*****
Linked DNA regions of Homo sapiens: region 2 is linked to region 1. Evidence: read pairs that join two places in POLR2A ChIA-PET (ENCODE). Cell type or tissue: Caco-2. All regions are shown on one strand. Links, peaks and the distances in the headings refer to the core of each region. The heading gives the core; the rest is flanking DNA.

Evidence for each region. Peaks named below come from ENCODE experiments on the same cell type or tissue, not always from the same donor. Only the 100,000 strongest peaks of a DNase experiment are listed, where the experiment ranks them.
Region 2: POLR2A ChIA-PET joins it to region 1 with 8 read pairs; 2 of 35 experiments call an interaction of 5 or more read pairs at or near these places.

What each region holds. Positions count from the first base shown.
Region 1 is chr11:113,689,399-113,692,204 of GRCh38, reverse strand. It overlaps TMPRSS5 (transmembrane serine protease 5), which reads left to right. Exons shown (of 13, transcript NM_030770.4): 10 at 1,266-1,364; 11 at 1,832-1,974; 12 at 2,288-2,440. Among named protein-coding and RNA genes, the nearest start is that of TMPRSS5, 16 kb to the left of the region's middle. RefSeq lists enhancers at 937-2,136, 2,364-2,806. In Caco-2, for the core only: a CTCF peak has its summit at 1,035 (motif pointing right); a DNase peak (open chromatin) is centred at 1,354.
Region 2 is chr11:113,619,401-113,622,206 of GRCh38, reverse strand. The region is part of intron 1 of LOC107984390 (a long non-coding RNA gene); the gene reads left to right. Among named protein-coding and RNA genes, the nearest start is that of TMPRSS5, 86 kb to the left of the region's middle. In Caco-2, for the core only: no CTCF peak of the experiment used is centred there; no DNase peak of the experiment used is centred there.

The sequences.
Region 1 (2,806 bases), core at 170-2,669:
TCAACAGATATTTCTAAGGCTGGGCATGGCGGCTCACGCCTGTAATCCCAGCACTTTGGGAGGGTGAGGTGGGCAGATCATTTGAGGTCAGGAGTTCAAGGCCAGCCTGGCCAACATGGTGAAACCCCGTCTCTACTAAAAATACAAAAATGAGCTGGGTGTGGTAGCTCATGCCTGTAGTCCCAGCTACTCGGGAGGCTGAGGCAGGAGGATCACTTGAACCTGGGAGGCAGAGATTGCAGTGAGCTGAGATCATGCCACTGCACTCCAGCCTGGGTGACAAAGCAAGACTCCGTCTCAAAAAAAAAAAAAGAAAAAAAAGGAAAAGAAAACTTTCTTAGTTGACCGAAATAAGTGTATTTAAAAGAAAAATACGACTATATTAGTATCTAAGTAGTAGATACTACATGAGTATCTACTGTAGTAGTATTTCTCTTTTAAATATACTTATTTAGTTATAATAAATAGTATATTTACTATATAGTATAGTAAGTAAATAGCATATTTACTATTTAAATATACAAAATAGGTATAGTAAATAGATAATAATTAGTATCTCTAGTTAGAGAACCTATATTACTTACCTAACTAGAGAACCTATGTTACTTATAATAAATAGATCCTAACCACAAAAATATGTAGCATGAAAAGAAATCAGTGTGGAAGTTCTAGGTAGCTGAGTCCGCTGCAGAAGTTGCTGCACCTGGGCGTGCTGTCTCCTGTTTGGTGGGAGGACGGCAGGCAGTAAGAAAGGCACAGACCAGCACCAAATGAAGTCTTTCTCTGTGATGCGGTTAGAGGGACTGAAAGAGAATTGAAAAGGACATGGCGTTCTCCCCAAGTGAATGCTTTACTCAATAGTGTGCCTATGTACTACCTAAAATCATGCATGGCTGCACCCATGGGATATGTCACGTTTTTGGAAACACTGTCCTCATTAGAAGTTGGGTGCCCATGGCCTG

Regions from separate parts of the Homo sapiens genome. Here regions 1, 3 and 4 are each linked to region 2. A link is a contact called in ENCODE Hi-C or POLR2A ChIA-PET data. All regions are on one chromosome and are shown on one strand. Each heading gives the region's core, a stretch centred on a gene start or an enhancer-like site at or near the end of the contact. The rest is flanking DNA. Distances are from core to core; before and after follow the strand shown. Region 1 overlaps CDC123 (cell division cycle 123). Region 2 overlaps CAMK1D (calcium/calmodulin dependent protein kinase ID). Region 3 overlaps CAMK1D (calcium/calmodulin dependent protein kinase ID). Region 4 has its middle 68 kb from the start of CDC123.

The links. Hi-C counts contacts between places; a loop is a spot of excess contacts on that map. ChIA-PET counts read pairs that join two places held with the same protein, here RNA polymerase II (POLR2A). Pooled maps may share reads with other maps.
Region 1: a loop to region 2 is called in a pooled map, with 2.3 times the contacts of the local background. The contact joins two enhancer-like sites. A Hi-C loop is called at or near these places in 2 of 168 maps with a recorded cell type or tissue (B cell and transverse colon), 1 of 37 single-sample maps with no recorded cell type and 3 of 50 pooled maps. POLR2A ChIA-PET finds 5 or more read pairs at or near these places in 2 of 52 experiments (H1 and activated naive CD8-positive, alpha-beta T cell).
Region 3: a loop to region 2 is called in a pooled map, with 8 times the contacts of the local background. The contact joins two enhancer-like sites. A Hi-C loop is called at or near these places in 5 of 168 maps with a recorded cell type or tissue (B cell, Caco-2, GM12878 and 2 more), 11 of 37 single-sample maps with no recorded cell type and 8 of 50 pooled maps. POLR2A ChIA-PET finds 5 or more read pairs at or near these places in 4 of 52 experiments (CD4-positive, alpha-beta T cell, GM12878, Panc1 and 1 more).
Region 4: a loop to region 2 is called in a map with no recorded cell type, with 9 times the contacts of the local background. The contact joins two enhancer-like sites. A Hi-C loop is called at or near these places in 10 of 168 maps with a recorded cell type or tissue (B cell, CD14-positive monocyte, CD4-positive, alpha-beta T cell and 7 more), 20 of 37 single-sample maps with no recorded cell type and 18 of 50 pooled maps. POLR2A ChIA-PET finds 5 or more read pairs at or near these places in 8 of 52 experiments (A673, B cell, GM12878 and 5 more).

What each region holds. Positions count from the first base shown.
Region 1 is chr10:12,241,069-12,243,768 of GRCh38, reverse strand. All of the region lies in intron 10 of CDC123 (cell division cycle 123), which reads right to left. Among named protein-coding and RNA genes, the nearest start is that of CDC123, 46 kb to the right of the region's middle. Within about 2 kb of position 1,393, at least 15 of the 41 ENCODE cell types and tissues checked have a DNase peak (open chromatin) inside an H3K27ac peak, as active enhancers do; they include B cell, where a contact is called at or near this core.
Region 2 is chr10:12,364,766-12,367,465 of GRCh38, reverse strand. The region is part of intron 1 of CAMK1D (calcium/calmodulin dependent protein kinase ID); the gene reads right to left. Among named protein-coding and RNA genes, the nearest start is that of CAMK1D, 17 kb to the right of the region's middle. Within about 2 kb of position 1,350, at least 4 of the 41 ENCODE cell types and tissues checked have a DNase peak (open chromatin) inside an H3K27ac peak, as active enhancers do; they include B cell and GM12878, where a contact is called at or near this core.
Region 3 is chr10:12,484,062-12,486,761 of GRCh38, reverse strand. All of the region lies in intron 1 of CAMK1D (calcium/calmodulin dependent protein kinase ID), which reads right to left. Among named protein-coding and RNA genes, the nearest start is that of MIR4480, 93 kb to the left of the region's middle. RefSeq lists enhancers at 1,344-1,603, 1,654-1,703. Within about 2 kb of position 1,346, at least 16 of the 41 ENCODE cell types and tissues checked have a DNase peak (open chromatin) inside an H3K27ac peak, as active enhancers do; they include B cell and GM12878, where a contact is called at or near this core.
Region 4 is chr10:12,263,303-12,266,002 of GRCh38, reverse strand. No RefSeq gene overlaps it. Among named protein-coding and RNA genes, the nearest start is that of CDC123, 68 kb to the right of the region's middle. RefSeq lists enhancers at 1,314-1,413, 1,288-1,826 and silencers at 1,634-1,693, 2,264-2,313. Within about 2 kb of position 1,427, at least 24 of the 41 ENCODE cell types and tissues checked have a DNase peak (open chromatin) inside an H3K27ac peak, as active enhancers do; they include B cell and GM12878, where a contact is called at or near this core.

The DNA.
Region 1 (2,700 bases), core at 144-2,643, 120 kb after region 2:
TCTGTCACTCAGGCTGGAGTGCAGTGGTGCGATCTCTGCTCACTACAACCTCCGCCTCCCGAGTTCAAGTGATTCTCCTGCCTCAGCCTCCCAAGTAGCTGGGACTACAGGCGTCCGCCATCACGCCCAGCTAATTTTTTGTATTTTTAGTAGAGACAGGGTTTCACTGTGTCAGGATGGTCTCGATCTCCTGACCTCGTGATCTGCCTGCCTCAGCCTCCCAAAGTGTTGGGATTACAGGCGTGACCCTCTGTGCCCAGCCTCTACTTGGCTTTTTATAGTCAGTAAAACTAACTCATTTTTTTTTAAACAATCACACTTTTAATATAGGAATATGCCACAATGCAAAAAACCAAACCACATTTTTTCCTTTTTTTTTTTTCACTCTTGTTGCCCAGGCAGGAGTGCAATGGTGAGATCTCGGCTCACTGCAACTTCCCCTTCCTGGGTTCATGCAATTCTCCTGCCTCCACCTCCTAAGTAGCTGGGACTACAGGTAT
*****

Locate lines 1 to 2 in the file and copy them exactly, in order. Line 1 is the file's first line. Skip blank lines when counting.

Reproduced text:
Linked DNA regions of Homo sapiens: region 2 is linked to region 1. Evidence: read pairs that join two places in POLR2A ChIA-PET (ENCODE). Cell type or tissue: Caco-2. All regions are shown on one strand. Links, peaks and the distances in the headings refer to the core of each region. The heading gives the core; the rest is flanking DNA.

Evidence for each region. Peaks named below come from ENCODE experiments on the same cell type or tissue, not always from the same donor. Only the 100,000 strongest peaks of a DNase experiment are listed, where the experiment ranks them.